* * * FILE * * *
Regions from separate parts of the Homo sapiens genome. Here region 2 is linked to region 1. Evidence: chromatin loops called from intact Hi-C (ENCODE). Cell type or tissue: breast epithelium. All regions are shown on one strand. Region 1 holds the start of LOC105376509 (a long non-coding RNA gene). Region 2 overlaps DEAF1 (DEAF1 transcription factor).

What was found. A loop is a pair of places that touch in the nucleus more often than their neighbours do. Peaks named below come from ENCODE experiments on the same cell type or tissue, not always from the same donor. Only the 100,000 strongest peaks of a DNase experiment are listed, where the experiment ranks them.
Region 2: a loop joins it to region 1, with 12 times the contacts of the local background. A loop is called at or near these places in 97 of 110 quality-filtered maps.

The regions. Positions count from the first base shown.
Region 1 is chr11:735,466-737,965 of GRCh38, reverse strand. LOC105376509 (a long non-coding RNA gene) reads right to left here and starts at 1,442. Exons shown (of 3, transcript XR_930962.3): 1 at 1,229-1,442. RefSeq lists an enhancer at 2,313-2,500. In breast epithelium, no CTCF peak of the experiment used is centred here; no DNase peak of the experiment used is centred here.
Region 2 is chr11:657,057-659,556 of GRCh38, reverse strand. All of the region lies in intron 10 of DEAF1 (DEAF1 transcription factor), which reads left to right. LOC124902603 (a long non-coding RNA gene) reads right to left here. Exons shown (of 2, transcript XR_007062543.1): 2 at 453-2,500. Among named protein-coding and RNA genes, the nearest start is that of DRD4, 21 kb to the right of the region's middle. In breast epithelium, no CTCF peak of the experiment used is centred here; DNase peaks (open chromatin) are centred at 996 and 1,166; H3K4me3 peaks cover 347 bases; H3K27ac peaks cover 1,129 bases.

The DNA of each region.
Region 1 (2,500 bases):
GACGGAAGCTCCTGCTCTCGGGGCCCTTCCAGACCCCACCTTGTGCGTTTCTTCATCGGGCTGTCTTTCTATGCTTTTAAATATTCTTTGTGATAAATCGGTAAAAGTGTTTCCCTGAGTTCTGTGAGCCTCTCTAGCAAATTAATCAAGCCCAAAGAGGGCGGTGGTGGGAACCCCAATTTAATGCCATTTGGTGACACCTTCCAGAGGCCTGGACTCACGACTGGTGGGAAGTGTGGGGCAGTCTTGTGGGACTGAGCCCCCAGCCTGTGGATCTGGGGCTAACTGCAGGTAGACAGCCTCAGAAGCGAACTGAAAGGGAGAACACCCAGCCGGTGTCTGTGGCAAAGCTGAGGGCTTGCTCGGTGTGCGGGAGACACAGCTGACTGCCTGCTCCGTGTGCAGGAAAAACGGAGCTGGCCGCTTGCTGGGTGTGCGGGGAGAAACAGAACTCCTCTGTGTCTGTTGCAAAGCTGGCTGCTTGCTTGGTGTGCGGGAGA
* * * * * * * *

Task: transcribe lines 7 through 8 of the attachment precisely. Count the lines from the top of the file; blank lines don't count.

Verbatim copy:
The DNA of each region.
Region 1 (2,500 bases):